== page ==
University of Phoenix Progresses Skills-tagged Curriculum and Digital Badging to Meet Working Adult Learners’ Need to Demonstrate Skills Attainment for Workplace Relevancy and Opportunity

University of Phoenix has issued more than 12,000 badges in multiple programs in the last nine months

University of Phoenix is participating this week in the Society for Human Resource Management (SHRM) Conference, Booth #4664, and sharing details regarding the progress of its skills-tagged curriculum and digital badging, and the issuing of over 12,000 badges in the last nine (9) months, for skills obtained in undergraduate, graduate, and professional development courses. Currently, more than 85% of University of Phoenix programs open for new enrollment are now skills mapped.

The workforce market has been shifting for some time toward recognizing skills, or opportunity, gaps for workers, accelerated by the pandemic, and illustrated in the results of the University of Phoenix’s Career Optimism Index study. It seems employers of all types are beginning to value how skills can be obtained without a degree, as evidenced further by a new campaign from several large employers championing skills-based hiring and exposing inequities of the “paper ceiling” barrier, or bachelor’s degree requirements for jobs.

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“Our skill-mapping progress is on the forefront of efforts to close the skills gap and highlight how learners are acquiring skills as part of their progress, which creates opportunity,” states John Woods, Ph.D., provost and chief academic officer. “We are working to align degrees and individual courses to skills employers want, and to empower learners and job seekers in what we anticipate being a new era of skills-based hiring.”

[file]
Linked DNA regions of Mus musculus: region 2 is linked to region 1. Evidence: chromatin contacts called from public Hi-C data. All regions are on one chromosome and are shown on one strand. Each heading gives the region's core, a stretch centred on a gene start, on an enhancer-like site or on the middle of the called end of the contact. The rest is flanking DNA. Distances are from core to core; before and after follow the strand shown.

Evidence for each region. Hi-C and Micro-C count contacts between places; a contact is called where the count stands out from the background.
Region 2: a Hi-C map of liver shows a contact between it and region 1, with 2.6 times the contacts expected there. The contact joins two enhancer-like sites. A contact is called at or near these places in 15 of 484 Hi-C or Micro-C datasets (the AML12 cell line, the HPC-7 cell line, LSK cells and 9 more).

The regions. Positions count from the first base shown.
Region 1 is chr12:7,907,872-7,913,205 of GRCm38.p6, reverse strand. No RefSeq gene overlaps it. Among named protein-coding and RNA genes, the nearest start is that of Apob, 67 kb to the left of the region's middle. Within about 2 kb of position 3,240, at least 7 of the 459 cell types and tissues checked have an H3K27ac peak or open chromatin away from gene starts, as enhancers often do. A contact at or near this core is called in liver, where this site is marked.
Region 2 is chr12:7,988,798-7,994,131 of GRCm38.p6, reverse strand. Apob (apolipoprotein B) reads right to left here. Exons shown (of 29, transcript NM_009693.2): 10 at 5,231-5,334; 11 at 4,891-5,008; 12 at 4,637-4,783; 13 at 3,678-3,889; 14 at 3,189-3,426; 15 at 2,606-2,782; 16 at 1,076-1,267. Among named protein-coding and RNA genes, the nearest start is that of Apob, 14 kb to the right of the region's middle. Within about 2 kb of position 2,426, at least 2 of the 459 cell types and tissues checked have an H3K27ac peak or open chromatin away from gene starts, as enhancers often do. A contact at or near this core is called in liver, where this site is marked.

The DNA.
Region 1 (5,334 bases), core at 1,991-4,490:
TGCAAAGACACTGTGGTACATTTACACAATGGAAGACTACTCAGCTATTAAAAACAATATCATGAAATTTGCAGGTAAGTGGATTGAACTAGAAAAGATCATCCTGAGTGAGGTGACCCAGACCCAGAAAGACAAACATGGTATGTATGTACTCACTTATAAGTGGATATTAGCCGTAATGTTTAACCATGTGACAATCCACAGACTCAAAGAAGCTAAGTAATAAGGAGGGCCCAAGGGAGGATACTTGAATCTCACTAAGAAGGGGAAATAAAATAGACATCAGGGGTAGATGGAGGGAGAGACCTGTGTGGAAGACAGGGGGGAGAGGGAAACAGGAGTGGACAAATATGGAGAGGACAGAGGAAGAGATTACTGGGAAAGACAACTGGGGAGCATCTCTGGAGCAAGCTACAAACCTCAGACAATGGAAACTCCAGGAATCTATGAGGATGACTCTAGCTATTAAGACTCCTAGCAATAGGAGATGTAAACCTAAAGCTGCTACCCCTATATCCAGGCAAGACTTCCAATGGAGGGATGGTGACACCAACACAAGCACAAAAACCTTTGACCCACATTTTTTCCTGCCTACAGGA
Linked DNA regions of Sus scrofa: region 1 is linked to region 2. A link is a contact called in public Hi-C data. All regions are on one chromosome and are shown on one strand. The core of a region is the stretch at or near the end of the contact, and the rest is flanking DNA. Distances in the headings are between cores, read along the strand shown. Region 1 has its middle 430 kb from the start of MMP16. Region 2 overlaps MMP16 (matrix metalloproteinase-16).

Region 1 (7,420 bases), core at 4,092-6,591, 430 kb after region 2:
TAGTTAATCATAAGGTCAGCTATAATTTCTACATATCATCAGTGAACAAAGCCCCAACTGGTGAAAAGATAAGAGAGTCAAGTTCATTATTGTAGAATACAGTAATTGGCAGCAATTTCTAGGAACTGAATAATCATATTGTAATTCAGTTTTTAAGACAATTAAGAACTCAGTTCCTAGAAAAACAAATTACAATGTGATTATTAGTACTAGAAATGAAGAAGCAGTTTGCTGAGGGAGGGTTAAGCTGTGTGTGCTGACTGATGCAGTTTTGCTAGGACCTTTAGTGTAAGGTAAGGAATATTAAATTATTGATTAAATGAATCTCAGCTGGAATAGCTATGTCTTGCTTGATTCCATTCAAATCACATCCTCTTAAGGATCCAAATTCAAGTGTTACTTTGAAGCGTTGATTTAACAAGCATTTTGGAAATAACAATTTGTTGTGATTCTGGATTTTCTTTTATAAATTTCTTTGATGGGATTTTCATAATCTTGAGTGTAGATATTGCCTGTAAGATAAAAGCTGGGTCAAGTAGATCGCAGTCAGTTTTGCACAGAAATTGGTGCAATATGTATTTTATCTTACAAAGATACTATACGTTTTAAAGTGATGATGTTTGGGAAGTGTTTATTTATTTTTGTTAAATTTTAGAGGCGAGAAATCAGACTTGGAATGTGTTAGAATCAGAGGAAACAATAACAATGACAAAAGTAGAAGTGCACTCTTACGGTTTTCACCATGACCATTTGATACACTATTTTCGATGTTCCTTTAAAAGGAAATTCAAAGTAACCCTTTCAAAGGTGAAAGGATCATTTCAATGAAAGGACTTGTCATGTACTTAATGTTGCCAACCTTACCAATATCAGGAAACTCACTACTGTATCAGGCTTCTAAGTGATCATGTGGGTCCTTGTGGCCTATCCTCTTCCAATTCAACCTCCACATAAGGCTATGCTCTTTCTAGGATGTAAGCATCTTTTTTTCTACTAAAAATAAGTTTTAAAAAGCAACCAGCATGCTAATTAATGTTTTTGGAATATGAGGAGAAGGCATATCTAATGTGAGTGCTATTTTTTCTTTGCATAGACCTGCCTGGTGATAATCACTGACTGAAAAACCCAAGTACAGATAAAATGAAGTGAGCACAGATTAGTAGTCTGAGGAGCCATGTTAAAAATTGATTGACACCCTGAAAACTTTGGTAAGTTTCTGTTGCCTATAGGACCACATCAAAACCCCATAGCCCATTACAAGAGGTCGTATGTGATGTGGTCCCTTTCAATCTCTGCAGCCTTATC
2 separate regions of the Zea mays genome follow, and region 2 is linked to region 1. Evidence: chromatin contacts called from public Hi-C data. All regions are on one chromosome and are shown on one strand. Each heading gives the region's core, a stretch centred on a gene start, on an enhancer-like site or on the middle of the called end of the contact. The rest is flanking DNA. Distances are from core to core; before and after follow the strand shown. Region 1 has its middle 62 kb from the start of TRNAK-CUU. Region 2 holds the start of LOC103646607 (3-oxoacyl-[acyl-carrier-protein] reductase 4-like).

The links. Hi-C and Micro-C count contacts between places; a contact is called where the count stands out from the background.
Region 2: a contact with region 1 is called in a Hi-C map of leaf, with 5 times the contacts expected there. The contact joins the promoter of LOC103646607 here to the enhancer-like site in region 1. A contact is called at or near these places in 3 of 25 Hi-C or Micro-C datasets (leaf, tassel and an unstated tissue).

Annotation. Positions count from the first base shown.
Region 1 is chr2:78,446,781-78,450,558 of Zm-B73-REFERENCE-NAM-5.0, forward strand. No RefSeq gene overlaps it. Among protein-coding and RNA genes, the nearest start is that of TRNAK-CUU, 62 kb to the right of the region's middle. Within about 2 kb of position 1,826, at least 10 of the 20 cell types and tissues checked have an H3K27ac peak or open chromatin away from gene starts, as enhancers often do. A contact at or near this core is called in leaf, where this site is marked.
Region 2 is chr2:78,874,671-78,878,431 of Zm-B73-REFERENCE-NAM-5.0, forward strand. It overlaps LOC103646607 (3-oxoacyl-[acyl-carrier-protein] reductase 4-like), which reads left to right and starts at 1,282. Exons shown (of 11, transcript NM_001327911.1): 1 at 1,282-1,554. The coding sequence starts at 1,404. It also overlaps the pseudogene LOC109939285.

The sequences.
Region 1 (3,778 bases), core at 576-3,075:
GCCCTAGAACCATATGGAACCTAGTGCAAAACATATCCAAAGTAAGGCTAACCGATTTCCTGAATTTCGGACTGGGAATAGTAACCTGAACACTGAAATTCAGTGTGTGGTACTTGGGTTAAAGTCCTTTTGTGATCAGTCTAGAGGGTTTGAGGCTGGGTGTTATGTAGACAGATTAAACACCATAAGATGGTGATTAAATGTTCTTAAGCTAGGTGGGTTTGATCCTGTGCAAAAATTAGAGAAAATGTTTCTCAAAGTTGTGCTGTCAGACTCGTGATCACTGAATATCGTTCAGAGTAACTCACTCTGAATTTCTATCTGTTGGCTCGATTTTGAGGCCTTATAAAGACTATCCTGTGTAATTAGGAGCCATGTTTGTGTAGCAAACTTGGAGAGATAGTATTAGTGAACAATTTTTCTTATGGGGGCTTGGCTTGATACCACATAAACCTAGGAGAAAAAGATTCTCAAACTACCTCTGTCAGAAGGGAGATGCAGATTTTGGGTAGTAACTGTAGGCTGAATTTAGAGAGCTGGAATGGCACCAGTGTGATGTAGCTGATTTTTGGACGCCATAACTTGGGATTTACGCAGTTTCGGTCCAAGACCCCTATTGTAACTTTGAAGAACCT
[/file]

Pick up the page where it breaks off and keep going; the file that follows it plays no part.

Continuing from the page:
The university has launched badges for undergraduate courses required in most degree programs. Called the Phoenix Success Series, these courses provide undergraduate students within the first six (6) classes the opportunity to earn seven (7) digital skills badges: Intentional Communicator, Reflective Communicator, Reflective Decision Maker, Decision Maker – Personal Finance, Reflective Problem Solver, Strategic Problem Solver, and Intentional Problem Solver.

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“It is important to make badges a part of learning to help students better understand and articulate the valuable skills they acquire in classes,” states Briana Houlihan, MBA, dean, College of General Studies. “We want students who are beginning their academic journey to have tangible evidence and feel empowerment in their progress, and be able to share that they are learning those career-relevant skills early in their education journey.”

The university works with labor market researchers including Emsi Burning Glass, and expert faculty in their fields, to identify, tag, and map employer sought-after skills in curriculum, and students’ progress is made visible through their profile dashboard. Students can then claim digital badges, using the Credly platform, to display skills across multiple platforms including resumes, social media and digital platforms as proof of learning for potential employers, current employers, and colleagues.

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